Evidence of the once vital Balinese agricultural system of subak, or rice field irrigation, may become little more than a collection of relics in a museum if rice field conversion to housing complexes continues across much of south Bali.
Developed more than 1,000 years ago, subak is a system of water sharing to farms, with local farmers making up the membership of the subak organization.
Tri hita karena, the Balinese concept of the relationship between humans, the earth and the gods, was at the heart of the “traditional ecologically sustainable irrigation system”, says a quick scan of Wikipedia, but escalating land values across the island, particularly in the populous southeast, has seen some subak join hands with land speculators rather than protecting their farming members. They have become “handmaidens of investors”, says one subak group from Tabanan, the regency home also to the Subak Museum.
Opened in 1981 to ensure the protection of subak knowledge into the future, today the Subak Museum, like so much of Bali’s former arable land, stands as little more than a ghost of Bali’s heritage.
Within the museum is a mixed bag of exhibits telling the subak story. Some exhibits are tagged with registration numbers, many are not yet logged into the museum’s database, says a member of staff at the museum Ni Nyoman Mirahwati. She adds there are just 250 items in the museum collection.
“Some of these exhibits are gifts from farmers, our collection data is far from complete, because our resources are far from adequate and we also need training to create and maintain the database,” says Nyoman of the museum that receives annual operating funds from Tabanan Regency of just US$4,700, barely enough to cover cleaning and the most basic building maintenance.
Housed within the walls of this museum are little treasures of history such as the etched copper plates explaining of subak law and methods, the wood and string tripod levels that allowed farmers in the past to ensure water flow and fix land levels, information on tunneling techniques that prevented collapse during the building process and the mathematical calculator formed of lime paint on wood that outlines the auspicious days for rice planting.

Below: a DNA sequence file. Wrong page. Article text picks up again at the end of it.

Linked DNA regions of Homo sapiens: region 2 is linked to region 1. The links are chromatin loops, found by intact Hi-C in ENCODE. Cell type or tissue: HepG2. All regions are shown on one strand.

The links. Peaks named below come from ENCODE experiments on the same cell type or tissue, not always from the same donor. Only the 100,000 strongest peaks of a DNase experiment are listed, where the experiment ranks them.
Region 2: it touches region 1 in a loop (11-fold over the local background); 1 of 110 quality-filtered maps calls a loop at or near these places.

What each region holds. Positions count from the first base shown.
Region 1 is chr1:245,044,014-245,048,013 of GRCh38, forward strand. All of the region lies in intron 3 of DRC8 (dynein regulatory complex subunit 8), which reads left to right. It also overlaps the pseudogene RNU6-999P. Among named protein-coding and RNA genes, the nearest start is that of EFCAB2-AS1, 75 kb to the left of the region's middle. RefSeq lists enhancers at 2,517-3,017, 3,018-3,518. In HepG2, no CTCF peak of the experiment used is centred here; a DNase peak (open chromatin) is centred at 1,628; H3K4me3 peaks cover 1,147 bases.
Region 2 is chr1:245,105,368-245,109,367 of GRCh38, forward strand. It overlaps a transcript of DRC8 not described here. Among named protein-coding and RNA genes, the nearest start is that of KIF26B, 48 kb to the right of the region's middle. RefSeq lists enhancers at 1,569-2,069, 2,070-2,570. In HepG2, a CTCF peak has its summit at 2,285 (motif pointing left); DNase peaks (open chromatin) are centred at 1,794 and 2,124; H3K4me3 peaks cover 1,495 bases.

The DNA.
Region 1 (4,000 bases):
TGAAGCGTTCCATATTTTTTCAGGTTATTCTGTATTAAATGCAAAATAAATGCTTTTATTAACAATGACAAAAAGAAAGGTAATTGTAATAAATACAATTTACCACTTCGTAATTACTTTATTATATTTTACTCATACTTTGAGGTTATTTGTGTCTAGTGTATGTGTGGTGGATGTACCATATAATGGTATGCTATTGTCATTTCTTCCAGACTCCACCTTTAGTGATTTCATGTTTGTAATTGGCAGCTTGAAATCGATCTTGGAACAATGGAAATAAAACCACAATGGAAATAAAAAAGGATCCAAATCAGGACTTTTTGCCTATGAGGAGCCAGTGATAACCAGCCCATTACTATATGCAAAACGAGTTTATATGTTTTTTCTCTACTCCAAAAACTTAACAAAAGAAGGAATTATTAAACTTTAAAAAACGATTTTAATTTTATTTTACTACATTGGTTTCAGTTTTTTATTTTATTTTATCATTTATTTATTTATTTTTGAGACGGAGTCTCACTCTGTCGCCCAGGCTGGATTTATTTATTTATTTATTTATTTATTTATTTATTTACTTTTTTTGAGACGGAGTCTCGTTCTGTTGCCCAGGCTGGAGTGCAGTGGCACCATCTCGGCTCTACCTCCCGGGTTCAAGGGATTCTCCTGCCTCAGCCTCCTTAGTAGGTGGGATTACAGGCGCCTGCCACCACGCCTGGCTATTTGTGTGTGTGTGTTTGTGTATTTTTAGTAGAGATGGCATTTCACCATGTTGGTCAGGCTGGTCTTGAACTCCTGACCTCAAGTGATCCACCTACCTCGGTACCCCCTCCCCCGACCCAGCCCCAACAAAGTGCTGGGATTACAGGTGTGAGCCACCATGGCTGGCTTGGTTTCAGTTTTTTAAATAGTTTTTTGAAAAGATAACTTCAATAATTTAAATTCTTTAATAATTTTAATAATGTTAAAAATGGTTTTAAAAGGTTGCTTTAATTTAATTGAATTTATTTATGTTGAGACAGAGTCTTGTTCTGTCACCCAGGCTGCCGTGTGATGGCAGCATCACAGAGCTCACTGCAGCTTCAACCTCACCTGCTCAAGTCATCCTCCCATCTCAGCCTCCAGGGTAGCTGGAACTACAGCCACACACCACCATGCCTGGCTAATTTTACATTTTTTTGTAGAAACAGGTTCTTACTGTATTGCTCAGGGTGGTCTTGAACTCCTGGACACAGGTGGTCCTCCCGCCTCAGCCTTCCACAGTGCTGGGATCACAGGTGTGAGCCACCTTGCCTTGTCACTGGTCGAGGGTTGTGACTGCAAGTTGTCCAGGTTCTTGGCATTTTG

Encroaching: Concrete skeletons are rising like specters across much of Bali’s once productive rice fields.
Visiting this museum highlights how much Balinese society has to lose of its heritage if land speculation continues unabated.
“Most of the rice fields of Tabanan have been lost to housing complexes or tourism,” says Mirahwati, adding that she is “worried” that subak knowledge could be lost.
“I hope we can protect subak in the future. If all the land in Bali is developed the subak system could be lost and maybe people will only see here at the museum. For Balinese the most important food is rice — we can’t eat bread all the time. So if we lose subak and the land, in the future we will go hungry,” says Mirahwati of these 1,000-year history under threat from population and tourism growth.
But it’s not all bad news for Bali; there are some farmers fighting back — and winning the development war — taking as their mission statement the protection of arable lands by applying the ancient subak land laws housed in the Subak Museum.